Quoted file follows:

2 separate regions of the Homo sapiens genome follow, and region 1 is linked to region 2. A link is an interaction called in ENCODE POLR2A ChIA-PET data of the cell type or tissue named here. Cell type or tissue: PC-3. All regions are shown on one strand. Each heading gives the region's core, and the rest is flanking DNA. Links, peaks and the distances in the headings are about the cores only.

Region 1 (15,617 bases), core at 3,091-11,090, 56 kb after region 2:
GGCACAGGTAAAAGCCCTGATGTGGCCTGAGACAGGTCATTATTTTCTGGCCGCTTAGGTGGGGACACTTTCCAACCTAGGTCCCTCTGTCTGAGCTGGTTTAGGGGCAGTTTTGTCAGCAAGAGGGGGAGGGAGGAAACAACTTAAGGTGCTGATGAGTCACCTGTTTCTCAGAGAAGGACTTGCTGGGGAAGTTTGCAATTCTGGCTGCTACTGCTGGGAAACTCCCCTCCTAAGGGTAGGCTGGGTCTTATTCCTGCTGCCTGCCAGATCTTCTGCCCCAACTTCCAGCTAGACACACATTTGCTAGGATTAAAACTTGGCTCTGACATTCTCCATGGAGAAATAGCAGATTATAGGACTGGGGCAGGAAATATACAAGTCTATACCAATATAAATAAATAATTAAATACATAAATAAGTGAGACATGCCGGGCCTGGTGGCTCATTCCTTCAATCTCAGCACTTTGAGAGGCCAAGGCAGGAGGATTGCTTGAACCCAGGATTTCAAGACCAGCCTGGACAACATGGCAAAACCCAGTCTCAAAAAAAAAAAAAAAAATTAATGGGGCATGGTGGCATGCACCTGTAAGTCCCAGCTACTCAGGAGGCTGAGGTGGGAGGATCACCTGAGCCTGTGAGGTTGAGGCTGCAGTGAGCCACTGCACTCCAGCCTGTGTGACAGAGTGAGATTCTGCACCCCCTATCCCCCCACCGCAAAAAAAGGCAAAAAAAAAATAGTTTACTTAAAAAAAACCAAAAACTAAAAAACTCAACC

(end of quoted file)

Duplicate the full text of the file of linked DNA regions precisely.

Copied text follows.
2 separate regions of the Homo sapiens genome follow, and region 1 is linked to region 2. A link is an interaction called in ENCODE POLR2A ChIA-PET data of the cell type or tissue named here. Cell type or tissue: PC-3. All regions are shown on one strand. Each heading gives the region's core, and the rest is flanking DNA. Links, peaks and the distances in the headings are about the cores only.

Region 1 (15,617 bases), core at 3,091-11,090, 56 kb after region 2:
GGCACAGGTAAAAGCCCTGATGTGGCCTGAGACAGGTCATTATTTTCTGGCCGCTTAGGTGGGGACACTTTCCAACCTAGGTCCCTCTGTCTGAGCTGGTTTAGGGGCAGTTTTGTCAGCAAGAGGGGGAGGGAGGAAACAACTTAAGGTGCTGATGAGTCACCTGTTTCTCAGAGAAGGACTTGCTGGGGAAGTTTGCAATTCTGGCTGCTACTGCTGGGAAACTCCCCTCCTAAGGGTAGGCTGGGTCTTATTCCTGCTGCCTGCCAGATCTTCTGCCCCAACTTCCAGCTAGACACACATTTGCTAGGATTAAAACTTGGCTCTGACATTCTCCATGGAGAAATAGCAGATTATAGGACTGGGGCAGGAAATATACAAGTCTATACCAATATAAATAAATAATTAAATACATAAATAAGTGAGACATGCCGGGCCTGGTGGCTCATTCCTTCAATCTCAGCACTTTGAGAGGCCAAGGCAGGAGGATTGCTTGAACCCAGGATTTCAAGACCAGCCTGGACAACATGGCAAAACCCAGTCTCAAAAAAAAAAAAAAAAATTAATGGGGCATGGTGGCATGCACCTGTAAGTCCCAGCTACTCAGGAGGCTGAGGTGGGAGGATCACCTGAGCCTGTGAGGTTGAGGCTGCAGTGAGCCACTGCACTCCAGCCTGTGTGACAGAGTGAGATTCTGCACCCCCTATCCCCCCACCGCAAAAAAAGGCAAAAAAAAAATAGTTTACTTAAAAAAAACCAAAAACTAAAAAACTCAACC